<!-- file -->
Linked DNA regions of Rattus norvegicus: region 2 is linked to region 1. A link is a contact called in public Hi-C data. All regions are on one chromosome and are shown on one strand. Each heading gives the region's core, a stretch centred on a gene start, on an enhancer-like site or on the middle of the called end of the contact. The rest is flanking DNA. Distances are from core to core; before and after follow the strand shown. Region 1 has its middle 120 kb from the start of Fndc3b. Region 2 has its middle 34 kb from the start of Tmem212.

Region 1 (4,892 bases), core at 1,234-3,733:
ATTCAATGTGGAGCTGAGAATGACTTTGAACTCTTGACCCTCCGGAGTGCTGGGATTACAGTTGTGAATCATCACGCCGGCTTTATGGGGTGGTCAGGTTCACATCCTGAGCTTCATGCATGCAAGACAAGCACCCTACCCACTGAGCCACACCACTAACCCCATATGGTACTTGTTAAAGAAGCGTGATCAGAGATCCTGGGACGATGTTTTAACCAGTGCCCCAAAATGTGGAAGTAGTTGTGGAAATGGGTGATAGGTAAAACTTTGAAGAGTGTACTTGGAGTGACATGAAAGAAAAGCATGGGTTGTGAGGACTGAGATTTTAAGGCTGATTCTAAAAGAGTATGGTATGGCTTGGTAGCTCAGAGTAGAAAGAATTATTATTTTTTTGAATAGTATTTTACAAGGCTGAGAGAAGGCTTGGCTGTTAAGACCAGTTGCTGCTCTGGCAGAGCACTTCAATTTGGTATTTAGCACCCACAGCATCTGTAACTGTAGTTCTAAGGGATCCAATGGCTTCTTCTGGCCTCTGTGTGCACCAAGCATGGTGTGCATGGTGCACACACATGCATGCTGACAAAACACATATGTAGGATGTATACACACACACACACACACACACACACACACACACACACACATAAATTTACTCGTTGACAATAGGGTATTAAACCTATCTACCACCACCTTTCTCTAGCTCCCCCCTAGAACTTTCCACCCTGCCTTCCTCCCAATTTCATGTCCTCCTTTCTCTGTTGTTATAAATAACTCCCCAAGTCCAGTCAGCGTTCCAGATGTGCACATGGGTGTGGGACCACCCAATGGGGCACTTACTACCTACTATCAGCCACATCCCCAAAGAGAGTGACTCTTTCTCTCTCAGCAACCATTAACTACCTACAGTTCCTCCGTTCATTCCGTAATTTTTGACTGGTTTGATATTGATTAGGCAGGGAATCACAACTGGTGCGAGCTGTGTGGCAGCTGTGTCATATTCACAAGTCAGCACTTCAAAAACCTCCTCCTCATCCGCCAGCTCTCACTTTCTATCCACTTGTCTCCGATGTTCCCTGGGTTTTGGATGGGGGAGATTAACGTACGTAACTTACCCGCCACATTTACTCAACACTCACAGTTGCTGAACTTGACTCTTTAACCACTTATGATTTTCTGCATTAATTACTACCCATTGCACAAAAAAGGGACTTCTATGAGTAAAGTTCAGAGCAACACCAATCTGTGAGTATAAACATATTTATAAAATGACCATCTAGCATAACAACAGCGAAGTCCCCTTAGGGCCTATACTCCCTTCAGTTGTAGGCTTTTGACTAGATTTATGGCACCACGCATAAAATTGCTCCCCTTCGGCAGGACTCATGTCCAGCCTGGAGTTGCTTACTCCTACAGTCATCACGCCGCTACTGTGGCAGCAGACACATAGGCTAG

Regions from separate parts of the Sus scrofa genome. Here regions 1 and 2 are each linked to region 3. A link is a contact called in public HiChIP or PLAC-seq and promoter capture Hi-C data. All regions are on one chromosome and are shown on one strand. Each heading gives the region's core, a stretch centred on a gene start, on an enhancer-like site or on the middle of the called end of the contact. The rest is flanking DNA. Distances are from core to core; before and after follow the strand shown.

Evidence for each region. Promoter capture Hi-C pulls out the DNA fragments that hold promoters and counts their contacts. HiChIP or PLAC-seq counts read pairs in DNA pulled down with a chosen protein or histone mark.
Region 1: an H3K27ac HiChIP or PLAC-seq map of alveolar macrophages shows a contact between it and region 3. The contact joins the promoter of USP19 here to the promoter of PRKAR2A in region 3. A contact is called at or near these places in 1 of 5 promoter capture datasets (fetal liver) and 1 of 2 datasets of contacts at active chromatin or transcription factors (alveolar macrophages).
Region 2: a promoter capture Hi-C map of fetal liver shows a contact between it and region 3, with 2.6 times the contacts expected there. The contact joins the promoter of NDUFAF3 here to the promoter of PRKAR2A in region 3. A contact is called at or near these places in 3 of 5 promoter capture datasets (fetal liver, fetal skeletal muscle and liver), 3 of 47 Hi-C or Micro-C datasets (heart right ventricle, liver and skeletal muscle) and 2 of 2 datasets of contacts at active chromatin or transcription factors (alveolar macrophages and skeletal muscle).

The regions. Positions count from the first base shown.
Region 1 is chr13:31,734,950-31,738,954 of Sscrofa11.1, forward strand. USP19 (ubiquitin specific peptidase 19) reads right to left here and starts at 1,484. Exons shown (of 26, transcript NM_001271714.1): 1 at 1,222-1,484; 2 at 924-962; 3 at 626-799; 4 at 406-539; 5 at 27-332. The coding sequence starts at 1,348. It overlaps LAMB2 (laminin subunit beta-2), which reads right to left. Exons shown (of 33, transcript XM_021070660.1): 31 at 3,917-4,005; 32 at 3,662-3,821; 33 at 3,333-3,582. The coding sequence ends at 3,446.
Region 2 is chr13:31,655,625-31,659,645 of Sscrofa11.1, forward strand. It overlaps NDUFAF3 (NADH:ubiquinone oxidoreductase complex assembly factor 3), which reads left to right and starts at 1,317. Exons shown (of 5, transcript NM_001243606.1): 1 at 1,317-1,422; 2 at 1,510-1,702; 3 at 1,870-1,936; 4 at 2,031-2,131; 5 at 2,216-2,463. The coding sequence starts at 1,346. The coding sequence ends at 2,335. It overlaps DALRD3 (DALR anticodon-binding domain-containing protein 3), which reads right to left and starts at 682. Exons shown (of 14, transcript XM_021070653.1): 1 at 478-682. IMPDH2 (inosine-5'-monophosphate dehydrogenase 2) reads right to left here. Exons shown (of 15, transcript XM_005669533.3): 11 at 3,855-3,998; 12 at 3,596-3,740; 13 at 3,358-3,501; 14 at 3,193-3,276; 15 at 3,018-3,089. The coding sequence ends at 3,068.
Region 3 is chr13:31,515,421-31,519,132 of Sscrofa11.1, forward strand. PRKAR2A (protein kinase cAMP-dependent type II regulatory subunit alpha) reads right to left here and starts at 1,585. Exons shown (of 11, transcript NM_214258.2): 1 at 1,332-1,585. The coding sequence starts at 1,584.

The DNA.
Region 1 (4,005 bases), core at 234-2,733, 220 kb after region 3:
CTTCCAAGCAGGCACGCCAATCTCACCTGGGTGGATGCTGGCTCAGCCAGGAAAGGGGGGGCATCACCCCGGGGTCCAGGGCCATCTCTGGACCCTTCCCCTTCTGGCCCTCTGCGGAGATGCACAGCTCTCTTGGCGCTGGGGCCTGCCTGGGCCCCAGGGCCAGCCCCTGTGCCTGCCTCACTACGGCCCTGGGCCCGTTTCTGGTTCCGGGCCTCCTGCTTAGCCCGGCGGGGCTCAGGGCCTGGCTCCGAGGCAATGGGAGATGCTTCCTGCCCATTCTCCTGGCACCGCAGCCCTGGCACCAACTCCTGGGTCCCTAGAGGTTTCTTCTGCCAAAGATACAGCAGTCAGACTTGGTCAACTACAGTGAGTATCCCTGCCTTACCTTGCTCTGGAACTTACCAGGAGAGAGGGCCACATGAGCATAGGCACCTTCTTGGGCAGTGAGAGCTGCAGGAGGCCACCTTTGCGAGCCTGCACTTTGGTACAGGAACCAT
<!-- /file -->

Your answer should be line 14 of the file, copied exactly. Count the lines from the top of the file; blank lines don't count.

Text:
CTTCCAAGCAGGCACGCCAATCTCACCTGGGTGGATGCTGGCTCAGCCAGGAAAGGGGGGGCATCACCCCGGGGTCCAGGGCCATCTCTGGACCCTTCCCCTTCTGGCCCTCTGCGGAGATGCACAGCTCTCTTGGCGCTGGGGCCTGCCTGGGCCCCAGGGCCAGCCCCTGTGCCTGCCTCACTACGGCCCTGGGCCCGTTTCTGGTTCCGGGCCTCCTGCTTAGCCCGGCGGGGCTCAGGGCCTGGCTCCGAGGCAATGGGAGATGCTTCCTGCCCATTCTCCTGGCACCGCAGCCCTGGCACCAACTCCTGGGTCCCTAGAGGTTTCTTCTGCCAAAGATACAGCAGTCAGACTTGGTCAACTACAGTGAGTATCCCTGCCTTACCTTGCTCTGGAACTTACCAGGAGAGAGGGCCACATGAGCATAGGCACCTTCTTGGGCAGTGAGAGCTGCAGGAGGCCACCTTTGCGAGCCTGCACTTTGGTACAGGAACCAT